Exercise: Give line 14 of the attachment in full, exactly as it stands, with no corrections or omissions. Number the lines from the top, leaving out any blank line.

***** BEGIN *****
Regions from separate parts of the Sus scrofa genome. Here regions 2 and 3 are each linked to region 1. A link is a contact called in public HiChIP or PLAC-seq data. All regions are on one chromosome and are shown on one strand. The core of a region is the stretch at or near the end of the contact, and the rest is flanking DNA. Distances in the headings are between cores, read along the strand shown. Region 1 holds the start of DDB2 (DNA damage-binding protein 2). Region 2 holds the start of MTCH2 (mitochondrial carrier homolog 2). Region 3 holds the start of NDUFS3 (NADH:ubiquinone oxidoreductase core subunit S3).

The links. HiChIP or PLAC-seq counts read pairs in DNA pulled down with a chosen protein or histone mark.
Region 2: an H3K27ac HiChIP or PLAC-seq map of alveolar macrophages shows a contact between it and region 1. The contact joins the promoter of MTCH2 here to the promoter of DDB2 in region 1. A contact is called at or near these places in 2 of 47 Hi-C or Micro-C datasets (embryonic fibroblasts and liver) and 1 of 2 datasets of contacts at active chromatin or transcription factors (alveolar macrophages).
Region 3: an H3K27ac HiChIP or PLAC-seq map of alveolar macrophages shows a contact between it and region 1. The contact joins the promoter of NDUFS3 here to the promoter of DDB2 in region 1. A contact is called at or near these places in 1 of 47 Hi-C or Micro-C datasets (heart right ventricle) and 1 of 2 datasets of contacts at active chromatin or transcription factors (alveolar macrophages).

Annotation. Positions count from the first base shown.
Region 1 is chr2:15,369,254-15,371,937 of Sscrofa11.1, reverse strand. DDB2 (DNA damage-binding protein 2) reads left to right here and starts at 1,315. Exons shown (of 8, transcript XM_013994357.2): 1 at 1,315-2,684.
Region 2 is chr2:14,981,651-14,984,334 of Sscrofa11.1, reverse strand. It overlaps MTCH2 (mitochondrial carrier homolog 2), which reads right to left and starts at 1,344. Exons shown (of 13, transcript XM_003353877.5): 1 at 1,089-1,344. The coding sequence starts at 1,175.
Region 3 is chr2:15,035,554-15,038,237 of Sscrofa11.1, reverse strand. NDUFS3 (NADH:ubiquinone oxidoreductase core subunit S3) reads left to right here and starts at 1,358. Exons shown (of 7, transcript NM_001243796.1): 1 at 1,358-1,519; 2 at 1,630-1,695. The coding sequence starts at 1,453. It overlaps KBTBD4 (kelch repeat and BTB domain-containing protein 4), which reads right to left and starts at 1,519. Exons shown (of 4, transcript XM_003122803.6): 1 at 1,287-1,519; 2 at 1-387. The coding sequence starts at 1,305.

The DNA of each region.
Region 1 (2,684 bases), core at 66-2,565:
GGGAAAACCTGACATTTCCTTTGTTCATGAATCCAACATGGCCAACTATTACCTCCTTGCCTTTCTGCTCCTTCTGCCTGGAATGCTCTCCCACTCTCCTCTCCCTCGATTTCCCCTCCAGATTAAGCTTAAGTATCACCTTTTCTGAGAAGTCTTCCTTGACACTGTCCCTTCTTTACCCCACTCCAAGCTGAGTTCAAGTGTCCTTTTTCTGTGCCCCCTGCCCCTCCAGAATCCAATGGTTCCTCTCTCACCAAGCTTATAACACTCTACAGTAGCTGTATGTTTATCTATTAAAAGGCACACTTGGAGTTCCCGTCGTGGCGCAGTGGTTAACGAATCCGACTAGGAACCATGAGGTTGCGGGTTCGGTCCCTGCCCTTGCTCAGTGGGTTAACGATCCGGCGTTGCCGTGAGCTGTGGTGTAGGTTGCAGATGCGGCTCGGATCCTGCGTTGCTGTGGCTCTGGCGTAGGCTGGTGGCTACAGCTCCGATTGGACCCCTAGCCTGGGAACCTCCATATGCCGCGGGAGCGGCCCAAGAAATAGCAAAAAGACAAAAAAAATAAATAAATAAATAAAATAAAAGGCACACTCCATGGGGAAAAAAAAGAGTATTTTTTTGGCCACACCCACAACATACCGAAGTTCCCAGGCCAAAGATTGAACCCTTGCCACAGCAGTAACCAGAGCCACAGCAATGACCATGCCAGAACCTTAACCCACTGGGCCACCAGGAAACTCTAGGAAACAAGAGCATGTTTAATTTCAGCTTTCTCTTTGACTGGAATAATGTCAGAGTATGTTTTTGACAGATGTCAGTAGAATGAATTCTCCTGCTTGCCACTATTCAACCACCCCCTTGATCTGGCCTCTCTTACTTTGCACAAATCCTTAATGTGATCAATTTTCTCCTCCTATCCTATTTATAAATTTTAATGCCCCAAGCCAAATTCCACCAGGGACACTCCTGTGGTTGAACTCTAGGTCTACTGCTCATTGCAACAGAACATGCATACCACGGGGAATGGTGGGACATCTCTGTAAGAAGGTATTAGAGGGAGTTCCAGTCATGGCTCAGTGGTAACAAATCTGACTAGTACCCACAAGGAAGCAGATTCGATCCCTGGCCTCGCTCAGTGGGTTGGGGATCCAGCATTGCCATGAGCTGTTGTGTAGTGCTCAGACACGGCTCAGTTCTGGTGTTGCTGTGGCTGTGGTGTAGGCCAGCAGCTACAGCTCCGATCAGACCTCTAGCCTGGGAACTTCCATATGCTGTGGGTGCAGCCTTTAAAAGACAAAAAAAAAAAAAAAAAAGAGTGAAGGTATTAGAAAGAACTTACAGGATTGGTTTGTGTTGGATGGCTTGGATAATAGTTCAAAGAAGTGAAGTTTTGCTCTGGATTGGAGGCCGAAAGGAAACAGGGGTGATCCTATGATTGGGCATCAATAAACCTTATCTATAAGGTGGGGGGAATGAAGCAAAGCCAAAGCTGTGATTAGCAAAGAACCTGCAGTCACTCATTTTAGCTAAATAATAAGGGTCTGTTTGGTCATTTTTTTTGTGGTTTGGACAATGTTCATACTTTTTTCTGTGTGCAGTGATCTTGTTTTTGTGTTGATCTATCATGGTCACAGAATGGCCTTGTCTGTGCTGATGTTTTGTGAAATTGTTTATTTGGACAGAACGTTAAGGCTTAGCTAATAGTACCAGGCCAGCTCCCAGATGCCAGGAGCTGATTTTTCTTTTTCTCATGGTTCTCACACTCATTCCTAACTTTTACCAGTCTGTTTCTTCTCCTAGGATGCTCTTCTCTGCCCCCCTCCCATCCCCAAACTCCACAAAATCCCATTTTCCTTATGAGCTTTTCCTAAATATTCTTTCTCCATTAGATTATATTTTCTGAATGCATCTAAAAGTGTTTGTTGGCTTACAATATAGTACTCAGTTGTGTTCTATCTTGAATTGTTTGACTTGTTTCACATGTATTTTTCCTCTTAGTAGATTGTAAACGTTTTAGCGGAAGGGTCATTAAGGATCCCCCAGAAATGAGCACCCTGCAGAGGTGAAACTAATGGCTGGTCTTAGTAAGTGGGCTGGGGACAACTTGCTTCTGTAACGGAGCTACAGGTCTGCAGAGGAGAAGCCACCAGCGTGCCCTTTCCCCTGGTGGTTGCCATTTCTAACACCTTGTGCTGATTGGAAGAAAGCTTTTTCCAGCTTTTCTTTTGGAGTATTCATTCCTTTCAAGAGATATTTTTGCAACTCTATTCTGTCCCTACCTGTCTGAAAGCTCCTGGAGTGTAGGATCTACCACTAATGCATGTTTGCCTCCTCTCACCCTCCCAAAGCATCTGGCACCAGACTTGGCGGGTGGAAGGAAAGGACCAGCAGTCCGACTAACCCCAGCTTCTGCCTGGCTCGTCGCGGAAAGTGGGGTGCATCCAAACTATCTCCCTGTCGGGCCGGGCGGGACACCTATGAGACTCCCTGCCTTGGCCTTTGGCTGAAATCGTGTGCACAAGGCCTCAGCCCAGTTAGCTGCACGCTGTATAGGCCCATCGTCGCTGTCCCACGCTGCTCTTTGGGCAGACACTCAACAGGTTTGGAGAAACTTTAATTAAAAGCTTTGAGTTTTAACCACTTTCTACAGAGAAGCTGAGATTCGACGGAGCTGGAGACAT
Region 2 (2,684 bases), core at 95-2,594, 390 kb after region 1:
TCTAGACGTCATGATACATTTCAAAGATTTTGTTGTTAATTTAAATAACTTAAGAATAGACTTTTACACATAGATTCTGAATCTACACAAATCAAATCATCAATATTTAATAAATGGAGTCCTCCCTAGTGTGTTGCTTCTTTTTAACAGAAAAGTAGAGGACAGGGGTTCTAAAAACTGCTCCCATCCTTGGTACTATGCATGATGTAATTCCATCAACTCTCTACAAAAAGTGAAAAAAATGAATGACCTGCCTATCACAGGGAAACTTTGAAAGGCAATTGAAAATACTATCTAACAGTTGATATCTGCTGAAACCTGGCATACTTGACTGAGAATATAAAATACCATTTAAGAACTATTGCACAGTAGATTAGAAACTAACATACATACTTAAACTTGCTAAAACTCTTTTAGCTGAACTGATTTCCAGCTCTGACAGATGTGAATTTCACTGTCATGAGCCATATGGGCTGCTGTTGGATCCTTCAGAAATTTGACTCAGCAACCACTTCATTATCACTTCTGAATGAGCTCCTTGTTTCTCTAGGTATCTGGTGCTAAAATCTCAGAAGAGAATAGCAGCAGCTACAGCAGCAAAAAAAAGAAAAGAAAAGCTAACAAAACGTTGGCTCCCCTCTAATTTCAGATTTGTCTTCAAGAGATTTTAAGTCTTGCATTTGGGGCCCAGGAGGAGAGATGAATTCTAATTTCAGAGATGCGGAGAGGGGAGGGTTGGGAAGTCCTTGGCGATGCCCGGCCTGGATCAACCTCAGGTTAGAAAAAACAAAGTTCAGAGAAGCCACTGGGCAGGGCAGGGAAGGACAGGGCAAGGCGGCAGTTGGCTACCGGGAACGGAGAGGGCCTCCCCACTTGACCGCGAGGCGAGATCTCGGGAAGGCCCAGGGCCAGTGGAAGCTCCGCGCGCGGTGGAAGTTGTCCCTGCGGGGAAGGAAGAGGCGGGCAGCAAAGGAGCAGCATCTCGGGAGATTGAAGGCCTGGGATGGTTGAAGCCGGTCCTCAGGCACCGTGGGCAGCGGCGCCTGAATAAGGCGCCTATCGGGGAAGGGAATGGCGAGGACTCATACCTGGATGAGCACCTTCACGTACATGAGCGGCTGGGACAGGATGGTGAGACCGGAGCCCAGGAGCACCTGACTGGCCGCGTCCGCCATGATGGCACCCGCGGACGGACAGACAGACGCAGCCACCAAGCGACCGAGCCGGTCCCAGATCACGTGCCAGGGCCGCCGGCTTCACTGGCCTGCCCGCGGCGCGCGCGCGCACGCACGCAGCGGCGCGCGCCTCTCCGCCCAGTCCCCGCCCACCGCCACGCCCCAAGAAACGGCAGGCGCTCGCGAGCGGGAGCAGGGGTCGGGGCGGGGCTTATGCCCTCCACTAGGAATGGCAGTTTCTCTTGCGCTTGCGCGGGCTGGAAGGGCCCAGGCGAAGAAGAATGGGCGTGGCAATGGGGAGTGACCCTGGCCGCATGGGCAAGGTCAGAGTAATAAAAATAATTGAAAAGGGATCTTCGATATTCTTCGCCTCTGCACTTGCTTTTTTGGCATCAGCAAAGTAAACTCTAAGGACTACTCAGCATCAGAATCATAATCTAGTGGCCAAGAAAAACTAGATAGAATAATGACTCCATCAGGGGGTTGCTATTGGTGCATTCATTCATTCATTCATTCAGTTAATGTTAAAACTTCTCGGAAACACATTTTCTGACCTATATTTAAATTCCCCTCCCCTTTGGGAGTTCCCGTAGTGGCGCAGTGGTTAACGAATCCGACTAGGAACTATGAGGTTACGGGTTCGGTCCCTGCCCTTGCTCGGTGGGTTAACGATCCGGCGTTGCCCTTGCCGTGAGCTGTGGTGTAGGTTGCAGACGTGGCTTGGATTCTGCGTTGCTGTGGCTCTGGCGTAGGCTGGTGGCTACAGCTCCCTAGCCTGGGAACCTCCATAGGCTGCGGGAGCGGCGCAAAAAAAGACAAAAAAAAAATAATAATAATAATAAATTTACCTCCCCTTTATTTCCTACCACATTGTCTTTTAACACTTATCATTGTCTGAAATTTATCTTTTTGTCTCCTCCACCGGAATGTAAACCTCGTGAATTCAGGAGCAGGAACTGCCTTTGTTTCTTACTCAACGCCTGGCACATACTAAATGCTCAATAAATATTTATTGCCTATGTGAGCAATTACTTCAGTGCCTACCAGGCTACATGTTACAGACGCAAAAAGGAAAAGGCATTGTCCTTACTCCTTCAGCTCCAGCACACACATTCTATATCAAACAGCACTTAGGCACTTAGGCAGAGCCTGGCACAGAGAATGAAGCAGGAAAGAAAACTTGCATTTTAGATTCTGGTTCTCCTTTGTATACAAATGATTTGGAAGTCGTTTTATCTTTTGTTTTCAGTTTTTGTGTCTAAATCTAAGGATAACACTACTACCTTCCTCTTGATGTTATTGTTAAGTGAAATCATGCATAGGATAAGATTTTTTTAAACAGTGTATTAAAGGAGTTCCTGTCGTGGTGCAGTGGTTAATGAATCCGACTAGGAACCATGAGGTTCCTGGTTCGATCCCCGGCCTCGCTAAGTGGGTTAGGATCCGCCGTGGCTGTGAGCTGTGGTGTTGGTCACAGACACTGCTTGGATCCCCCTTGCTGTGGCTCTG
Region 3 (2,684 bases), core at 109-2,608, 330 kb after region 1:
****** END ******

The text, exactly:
Region 3 (2,684 bases), core at 109-2,608, 330 kb after region 1: